If no settlement can be reached, your attorney can draft formal documents, including a “summons” and "complaint," which are needed to begin the lawsuit. The complaint is the main operative document that contains all the facts of your case and, in some cases, the amount of money you are seeking in compensation.

After your complaint is filed, the named defendant(s) must be properly served with the summons and complaint and given a chance to respond to your allegations. The defendant’s response is called an "answer." The parties will then engage in a process referred to as “discovery.”


Discovery is the formal exchange of evidence, through written questions and answers, production of documents, and oral testimony (through a process referred to as a “deposition”). Discovery is an important step during litigation because it allows the parties to “discover” important facts of the case and what evidence may be presented at trial.

Is it possible to settle after a lawsuit is filed?

Yes. The discovery process can reveal a lot about the claims and defenses presented by the parties, so it is common for both sides to enter settlement negotiations before the case proceeds to trial.

Again, your lawyer should not accept a settlement offer without consulting you first, but keep in mind that taking your case to trial can be a lengthy process with an unpredictable outcome. Trials can also be quite expensive, so it is a good idea to perform a cost-benefit analysis before deciding to accept or reject a settlement offer.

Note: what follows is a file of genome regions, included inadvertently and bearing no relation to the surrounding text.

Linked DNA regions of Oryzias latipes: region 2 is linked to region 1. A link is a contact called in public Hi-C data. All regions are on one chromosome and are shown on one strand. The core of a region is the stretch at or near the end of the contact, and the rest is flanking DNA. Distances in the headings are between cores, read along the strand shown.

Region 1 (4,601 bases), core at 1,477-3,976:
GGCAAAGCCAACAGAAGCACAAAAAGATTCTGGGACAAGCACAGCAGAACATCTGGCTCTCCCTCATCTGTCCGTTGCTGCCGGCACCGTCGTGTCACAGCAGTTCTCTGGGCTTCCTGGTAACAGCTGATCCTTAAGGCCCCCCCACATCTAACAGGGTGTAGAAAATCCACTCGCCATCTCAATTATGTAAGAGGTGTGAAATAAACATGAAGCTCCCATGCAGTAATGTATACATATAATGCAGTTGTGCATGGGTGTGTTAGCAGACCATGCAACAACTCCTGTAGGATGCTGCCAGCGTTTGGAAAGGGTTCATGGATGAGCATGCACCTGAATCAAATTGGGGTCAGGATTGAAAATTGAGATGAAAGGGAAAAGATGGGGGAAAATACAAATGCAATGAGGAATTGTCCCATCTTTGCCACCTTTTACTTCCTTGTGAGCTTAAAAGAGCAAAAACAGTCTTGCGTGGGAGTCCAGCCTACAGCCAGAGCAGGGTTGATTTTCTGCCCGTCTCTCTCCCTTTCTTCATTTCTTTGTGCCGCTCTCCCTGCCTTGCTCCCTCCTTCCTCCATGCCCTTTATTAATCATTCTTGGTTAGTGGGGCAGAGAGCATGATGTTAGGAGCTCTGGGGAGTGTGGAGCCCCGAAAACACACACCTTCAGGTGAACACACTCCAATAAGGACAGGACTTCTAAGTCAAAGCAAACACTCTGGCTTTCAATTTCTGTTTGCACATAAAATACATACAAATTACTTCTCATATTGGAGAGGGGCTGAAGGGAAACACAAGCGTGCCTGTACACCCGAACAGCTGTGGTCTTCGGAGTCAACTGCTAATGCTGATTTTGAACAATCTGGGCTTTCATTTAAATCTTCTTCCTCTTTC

Taking your case to trial

Certain cases can't be settled after discovery and end up going to trial. The trial may be heard before a jury (jury trial) or a judge (bench trial). Jury trials tend to be longer with more unpredictable outcomes, whereas bench trials are generally less time-consuming, less expensive, and the outcome can be more certain.

In either case, the trial will begin with opening statements. The plaintiff(s) will then put on their “case in chief” by presenting evidence and witness testimony for the judge or jury to consider.

After the plaintiff’s case in chief has concluded and the plaintiff “rests,” the defendant(s) will then have an opportunity to put on their case in chief and present their evidence.

Once all the evidence has been presented by both sides, the plaintiffs and defendants will give their closing arguments, during which the parties argue why their client should win and the other side should lose. The case is then left in the hands of a judge or jury to decide.

Judges are of course familiar with the law, but in the case of a jury trial, a judge will give instructions to the jury providing the applicable law.

The jury is then asked to apply this law to the evidence presented in the case through a process known as “deliberations.” After some hours, days, or even weeks, the jury will then hopefully reach a verdict, deciding the outcome of your case.

Contact Colin Scott if you've been injured

At The Scott Law Firm, PLLC, founding attorney Colin Scott is a former deputy prosecutor for the State of Washington. He has experience handling a variety of cases in both state and federal court and over the course of his career has acquired a number of case results and client testimonials to back up his work.

Regardless of the situation you are facing, if you were injured and someone else is to blame, Colin can fight for every dollar you deserve.

For a free consultation, contact The Scott Law Firm, PLLC today at our office in Vancouver, WA.